Political Code of Ethics. Running a country may be on a grander scale (to some extent), but no different from that of a corporate entity, or a family when it comes to trust and ethics.
A country’s citizens (and foreign investors) are the shareholders wanting to maintain a high market value on their country’s stock. They understand that reputation for excellence means democracy in action: the opportunity for an enhanced lifestyle, greater business employment opportunities and access to amenities — the perceived bonuses in life.
Politicians are implicitly charged to conduct themselves with due professional care, avoiding even the appearance of impropriety, standards that are even higher than professionals because of their responsibility (and their accountability) to their constituents. They, too, can pay a severe price — one only has to look at the list example of just US state and local politicians convicted of crimes, linked below.
Erosion of Ethics by Opportunistic Corrosion. Political (and sometimes professional) trust may be an oxymoron.
When an individual slips in public service or private commerce, ignorantly or deliberately, in their everyday duty by succumbing to wants versus needs, personal self-interests above country, the pursuit of wealth rather than protecting those who may never have the same opportunities, the list becomes a depressingly endless daily litany of big words, some so difficult to pronounce, you cannot even figure out how to spell them, but you can research them if you feel for it!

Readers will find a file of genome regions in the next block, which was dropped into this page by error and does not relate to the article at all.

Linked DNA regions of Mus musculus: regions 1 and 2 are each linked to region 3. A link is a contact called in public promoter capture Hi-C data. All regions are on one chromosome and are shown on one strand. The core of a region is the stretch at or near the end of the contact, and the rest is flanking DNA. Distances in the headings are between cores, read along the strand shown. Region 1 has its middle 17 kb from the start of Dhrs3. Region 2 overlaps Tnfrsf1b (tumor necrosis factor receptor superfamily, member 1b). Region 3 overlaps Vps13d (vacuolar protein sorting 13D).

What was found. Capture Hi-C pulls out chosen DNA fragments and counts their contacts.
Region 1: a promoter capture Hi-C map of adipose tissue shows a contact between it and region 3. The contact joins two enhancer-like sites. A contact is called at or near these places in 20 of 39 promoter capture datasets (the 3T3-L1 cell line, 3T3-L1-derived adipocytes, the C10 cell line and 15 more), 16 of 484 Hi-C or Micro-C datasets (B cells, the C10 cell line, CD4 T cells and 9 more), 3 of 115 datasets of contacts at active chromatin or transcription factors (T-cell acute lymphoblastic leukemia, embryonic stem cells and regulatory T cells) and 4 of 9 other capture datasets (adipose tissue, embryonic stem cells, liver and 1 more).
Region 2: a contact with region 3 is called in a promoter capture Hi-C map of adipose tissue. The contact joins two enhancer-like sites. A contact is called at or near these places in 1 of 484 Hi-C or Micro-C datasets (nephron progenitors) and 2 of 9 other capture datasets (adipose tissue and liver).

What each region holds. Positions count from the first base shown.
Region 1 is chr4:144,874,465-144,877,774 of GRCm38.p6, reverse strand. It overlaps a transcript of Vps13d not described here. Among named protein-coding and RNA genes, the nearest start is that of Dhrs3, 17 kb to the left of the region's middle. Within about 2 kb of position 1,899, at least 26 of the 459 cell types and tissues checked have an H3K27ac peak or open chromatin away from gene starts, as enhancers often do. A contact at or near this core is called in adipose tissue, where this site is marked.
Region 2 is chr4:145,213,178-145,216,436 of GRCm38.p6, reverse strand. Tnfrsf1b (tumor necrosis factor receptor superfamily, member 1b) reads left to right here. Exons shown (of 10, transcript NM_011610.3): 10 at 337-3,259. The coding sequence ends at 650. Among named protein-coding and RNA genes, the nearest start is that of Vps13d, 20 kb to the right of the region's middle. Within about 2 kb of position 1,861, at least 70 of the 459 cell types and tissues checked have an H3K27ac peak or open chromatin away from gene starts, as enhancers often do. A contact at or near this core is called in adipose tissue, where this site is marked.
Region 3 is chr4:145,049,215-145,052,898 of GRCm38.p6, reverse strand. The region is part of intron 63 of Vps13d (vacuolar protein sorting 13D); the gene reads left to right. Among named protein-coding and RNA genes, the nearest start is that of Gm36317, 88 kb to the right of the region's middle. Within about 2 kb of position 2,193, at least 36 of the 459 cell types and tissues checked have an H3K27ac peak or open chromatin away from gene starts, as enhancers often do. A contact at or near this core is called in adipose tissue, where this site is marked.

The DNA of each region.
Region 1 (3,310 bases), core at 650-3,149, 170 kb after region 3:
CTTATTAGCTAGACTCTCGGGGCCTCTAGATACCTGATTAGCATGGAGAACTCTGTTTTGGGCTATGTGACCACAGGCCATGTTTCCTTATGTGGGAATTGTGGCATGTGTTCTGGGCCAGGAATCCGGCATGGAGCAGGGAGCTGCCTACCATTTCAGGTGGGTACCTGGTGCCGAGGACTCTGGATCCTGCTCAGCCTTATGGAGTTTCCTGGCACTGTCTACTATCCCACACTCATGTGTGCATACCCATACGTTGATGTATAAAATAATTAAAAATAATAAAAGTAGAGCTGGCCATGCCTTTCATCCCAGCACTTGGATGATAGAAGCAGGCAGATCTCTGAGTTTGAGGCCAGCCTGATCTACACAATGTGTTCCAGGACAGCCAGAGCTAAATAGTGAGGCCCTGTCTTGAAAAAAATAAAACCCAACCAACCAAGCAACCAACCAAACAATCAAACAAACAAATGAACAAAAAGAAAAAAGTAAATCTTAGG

• Egregious acts
• Alternative facts
• Suppression of facts
• Disparagement of competitors
• Obstruction of justice
• Ethics violations
Certainly, we are all so personally worn down from health and employment concerns that these transgressions leave citizens feeling more disillusioned than ever.
People across the globe, they’ve (we’ve) been medically, emotionally, financially, and spiritually rocked to their very core with current Covid challenges, so abrupt, so dramatic, so permanent, even so very sadly fatal, changes in their lives.
The result is a heightened lack of distrust in authority figures and the reaction by the public is punishment, brutally, ruthlessly against the individual, the company (or country) reputation through the court of public opinion.
In times of distress, times of sorrow, times of financial and natural catastrophes, communities need real leaders. Real leadership, real commitment to accept responsibility, real integrity, real ethics, real compassion, real truths in a leader are vaunted attributes of mythical proportions.
These leaders still exist.
We need them now more than ever.
• Wikipedia. https://tinyurl.com/yyxje8x7
Note: this is an adaptation of my article (rant) in 2007 on the demands for transparency and responsibility in corporate commerce, namely the Sarbanes-Oxley, “The Business of Ethics and the Ethics in Business” available in The Royal Gazette Bermuda digital archives.
• Martha Harris Myron, CPA JSM, a native Bermudian, is Creator: Pondstraddler Life™ Financial Perspectives, International Financial Consultant to the Olderhood Group Bermuda, and financial columnist to The Royal Gazette, Bermuda. All Proceeds from these articles are donated by The Royal Gazette to the Salvation Army, Bermuda